Mike Banning (Gerard Butler) is a man of action. He’s spent his life thwarting danger of every kind regardless of the personal cost. It’s a bill that must be paid. The ravages of countless concussions and mental trauma manifest their impact through debilitating migraines and major bouts of insomnia. It’s not exactly the best-case scenario for a man tasked with protecting the President of the United States (Morgan Freeman).
As Banning struggles to keep his condition under control and below the radar, an unexpected challenge emerges. An attempt on the President’s life leaves a clear trail to his doorstep as the man behind the plan. Banning must prove his innocence while evading a country determined to bring him to justice.
This is the third film in an inexplicable series predated by 2013’s mildly interesting Olympus Has Fallen and 2016’s logic-numbing London Has Fallen. Neither film made much of a dent at the box office, yet here we are. The latest installment starts off with an opening sequence so poorly conceived, shot and presented that we’re certain that the producers learned little in the intervening years. Nothing is left to the imagination. Big red circles around the bad guys would have been less obvious, then something strange happens. It somehow picks itself up from a trash heap of clichés and ill-conceived casting to overcome its flawed foundation. This isn’t to suggest that sanity suddenly takes hold. That’s a bridge too far for this film. What it does is morph into an enjoyable action romp along the lines of 2013’s White House Down.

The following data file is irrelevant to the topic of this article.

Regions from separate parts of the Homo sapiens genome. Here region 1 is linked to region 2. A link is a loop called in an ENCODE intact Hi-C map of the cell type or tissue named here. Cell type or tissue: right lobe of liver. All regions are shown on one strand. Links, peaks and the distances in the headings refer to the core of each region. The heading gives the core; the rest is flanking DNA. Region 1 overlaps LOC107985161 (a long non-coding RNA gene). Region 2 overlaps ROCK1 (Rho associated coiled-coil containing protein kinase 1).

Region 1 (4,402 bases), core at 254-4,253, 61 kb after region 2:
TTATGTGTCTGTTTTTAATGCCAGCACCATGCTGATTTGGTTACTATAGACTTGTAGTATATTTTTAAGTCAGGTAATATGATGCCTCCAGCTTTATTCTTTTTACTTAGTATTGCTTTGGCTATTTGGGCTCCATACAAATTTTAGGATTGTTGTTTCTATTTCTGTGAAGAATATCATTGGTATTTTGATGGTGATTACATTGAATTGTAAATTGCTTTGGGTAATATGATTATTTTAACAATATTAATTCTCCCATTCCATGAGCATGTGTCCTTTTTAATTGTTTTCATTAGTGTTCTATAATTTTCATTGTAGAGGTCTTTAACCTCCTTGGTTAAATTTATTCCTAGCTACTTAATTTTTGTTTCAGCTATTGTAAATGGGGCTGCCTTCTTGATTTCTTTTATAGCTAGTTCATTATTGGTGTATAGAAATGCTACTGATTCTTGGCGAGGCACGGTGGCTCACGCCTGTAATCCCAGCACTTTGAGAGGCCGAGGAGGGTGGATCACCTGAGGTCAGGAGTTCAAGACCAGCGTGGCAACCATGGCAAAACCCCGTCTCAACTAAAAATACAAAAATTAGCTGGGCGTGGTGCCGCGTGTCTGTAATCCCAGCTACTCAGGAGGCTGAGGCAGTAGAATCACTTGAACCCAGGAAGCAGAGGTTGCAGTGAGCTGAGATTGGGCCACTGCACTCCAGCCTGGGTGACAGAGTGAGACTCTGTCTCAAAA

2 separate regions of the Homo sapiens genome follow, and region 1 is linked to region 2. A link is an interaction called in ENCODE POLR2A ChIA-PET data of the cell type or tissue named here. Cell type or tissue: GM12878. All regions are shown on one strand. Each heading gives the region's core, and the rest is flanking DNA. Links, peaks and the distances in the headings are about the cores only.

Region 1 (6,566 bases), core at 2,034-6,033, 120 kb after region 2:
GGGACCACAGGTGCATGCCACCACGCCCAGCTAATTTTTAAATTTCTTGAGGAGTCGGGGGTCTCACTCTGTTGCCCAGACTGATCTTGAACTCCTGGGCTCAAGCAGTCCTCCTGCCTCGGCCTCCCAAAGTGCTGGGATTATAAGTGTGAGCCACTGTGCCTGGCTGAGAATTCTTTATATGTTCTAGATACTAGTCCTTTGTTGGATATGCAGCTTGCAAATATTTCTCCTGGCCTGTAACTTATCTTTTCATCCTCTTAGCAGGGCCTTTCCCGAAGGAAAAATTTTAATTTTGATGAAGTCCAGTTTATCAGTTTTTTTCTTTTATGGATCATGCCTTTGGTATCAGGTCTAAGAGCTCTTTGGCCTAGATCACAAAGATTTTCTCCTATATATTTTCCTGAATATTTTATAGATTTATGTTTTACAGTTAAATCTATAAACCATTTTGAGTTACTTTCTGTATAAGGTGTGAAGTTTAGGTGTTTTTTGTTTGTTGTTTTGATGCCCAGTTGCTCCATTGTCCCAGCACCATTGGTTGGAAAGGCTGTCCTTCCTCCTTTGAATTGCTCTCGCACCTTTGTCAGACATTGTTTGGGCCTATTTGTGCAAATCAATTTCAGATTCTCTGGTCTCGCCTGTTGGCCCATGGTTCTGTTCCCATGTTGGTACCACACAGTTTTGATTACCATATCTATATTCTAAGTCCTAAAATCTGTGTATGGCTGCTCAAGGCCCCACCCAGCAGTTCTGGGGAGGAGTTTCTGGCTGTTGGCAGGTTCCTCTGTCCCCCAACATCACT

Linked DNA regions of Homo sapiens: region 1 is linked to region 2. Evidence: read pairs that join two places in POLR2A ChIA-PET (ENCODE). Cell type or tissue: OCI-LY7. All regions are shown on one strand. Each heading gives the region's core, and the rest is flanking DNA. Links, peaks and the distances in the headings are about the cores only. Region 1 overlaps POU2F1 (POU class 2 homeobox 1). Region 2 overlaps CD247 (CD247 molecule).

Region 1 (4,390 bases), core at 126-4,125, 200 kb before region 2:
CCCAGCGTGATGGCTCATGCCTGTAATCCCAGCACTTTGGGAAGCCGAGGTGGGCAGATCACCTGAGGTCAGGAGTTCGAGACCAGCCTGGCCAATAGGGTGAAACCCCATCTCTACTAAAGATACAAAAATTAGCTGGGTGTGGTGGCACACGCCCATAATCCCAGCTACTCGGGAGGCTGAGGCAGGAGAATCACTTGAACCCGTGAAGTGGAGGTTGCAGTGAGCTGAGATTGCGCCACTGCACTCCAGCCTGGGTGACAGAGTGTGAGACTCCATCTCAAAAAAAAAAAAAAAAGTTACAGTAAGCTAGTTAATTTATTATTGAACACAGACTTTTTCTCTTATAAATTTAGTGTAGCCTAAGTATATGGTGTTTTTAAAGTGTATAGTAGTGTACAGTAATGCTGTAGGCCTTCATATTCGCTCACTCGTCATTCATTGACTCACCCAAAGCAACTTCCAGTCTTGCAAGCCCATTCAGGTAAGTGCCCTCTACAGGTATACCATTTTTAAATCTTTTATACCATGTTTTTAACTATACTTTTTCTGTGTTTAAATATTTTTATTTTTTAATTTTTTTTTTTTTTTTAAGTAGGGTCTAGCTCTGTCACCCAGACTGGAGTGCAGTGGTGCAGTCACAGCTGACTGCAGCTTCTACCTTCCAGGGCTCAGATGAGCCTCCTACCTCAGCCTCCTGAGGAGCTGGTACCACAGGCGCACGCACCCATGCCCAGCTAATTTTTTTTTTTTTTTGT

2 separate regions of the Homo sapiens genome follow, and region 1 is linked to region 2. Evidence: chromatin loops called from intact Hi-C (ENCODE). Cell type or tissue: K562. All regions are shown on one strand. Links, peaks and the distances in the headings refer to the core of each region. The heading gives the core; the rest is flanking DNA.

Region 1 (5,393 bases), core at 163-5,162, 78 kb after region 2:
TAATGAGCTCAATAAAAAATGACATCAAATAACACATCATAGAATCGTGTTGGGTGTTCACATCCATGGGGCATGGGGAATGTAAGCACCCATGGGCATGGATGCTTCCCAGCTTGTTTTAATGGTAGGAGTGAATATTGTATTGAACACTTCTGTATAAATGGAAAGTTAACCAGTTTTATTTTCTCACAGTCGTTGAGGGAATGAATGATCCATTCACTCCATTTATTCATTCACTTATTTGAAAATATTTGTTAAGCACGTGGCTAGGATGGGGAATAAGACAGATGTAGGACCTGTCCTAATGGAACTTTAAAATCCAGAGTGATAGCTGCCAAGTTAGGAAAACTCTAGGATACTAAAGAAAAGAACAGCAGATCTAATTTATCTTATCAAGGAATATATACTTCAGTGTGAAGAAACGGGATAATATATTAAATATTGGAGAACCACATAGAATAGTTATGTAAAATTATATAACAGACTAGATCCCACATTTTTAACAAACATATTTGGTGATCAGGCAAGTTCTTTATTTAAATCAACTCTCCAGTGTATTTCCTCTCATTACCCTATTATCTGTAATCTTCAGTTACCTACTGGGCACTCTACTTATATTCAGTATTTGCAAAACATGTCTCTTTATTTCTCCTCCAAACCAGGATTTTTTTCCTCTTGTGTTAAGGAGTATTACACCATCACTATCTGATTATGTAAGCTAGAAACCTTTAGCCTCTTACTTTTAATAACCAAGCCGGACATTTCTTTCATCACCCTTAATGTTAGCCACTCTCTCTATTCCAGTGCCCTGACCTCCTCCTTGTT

Much of the credit belongs to a fantastic performance from Nick Nolte as Banning’s estranged father. Every scene he inhabits is priceless. What was a lackluster action pic suddenly transforms into an impromptu buddy film that suffers noticeably every time that he’s absent. His infusion of much-needed energy is the jolt that keeps us invested in an otherwise overlong experience.
We don’t really buy into any other part of the story. Freeman’s President? Bland. Banning’s long-suffering wife? Snore. The machinations of the calculating Vice President? Obvious. The action sequences are the only other selling point. They’re loud, bold and more or less believable. In other words, they get the job done. Did the film do enough to warrant a fourth installment? Not even close. Just enjoy this for what it is — mild entertainment in a summer devoid of anything better to see.